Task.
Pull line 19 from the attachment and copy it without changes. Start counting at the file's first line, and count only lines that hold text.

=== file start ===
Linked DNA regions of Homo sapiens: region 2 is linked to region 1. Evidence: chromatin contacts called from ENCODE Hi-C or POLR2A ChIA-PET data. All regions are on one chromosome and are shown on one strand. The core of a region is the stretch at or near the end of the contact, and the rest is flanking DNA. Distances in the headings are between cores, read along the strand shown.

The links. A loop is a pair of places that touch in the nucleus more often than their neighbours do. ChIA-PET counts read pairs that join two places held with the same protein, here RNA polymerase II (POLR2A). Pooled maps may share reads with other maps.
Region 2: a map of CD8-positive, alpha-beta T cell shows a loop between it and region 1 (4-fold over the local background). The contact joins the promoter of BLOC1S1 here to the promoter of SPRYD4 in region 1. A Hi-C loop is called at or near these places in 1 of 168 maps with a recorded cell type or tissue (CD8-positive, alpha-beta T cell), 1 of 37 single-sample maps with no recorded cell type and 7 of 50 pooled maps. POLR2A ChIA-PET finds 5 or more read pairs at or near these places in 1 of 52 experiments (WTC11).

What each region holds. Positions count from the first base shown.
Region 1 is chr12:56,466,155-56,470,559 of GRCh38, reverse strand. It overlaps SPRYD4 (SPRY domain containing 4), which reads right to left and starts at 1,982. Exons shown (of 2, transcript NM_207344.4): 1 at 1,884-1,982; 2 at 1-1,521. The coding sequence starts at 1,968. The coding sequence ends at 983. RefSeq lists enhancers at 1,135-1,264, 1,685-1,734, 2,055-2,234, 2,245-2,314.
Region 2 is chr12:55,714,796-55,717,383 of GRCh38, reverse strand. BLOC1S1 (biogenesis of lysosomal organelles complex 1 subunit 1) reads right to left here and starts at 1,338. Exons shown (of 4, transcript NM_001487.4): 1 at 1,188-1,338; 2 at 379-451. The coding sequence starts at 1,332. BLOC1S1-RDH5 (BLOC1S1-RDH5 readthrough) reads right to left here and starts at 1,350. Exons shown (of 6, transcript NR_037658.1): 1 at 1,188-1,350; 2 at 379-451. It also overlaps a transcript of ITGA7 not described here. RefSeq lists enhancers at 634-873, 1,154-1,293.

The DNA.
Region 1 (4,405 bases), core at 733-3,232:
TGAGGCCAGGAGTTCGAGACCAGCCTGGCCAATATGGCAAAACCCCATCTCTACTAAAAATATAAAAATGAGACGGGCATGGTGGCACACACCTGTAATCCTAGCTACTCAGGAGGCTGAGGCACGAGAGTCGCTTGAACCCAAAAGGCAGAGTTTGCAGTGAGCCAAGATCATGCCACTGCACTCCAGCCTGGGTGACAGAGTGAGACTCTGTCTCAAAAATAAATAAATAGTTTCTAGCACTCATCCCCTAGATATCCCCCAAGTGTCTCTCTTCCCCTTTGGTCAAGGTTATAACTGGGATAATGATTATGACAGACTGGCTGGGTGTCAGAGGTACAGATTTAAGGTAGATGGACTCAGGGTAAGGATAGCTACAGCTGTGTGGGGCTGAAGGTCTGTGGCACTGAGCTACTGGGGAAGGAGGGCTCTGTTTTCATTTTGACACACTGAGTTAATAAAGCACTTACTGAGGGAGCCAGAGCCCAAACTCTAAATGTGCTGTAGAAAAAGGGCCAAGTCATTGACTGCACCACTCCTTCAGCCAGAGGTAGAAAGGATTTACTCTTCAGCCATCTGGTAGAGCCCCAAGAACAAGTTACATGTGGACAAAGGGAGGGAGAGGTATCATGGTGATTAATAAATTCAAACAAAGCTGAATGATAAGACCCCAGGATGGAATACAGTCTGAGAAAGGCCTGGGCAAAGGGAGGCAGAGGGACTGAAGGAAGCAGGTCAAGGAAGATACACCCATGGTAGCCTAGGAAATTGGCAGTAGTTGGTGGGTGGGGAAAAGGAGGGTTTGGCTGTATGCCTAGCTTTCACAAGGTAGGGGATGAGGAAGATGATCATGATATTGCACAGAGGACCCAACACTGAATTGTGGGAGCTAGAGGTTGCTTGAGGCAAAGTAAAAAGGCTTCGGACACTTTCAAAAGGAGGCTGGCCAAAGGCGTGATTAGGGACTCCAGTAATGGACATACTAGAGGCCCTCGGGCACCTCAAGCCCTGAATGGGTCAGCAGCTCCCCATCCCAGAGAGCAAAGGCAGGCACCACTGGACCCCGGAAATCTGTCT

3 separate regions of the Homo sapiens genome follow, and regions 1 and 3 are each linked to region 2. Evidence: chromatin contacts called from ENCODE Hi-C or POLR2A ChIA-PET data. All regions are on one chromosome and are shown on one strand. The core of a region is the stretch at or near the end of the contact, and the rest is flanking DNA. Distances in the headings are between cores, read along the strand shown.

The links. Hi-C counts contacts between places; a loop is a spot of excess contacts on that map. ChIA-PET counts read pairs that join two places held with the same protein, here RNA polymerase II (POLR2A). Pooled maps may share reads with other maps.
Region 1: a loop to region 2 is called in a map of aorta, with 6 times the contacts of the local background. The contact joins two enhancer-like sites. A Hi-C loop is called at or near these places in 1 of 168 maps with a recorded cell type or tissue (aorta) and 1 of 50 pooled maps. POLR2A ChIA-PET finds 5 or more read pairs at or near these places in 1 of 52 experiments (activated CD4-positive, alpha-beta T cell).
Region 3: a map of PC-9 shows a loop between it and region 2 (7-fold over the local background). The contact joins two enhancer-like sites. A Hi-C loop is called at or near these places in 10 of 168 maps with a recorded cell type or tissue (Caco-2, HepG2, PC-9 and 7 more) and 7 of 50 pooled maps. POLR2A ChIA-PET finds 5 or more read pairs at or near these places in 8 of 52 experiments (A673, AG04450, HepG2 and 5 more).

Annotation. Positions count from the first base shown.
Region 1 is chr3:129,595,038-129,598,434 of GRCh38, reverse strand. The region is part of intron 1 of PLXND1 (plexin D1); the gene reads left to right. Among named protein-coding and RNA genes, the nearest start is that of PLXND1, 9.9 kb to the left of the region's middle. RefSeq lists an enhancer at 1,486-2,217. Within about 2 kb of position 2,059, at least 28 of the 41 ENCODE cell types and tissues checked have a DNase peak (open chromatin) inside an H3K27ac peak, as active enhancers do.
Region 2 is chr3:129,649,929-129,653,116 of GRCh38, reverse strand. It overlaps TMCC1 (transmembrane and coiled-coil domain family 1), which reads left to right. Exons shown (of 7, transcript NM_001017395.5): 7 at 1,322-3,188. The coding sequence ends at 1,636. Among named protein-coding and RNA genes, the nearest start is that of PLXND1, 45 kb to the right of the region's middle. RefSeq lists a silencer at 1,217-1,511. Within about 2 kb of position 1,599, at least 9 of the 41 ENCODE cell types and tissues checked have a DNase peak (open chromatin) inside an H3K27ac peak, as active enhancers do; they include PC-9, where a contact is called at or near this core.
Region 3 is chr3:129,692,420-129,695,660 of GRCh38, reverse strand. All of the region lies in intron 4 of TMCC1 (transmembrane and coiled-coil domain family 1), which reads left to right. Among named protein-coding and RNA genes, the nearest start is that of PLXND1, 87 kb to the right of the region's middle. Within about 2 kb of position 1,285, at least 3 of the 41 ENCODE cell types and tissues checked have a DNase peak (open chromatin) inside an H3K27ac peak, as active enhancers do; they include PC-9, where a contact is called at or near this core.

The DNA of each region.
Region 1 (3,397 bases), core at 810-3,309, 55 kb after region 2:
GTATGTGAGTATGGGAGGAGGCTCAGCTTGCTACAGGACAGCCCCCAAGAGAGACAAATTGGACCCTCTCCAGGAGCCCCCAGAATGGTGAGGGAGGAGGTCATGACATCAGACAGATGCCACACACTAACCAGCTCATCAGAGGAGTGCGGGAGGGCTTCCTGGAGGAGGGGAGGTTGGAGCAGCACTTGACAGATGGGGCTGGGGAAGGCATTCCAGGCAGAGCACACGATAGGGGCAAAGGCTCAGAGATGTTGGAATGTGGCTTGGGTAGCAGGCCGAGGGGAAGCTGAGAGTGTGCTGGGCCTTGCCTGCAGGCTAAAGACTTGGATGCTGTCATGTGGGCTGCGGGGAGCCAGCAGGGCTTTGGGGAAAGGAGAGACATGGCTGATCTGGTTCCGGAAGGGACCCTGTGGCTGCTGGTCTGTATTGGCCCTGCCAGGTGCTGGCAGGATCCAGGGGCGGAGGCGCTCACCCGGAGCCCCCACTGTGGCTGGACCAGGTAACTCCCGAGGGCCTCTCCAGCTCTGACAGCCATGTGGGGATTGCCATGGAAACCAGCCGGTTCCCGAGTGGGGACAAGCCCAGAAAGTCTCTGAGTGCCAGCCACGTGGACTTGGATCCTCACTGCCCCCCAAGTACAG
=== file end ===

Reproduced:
Region 1 (3,397 bases), core at 810-3,309, 55 kb after region 2: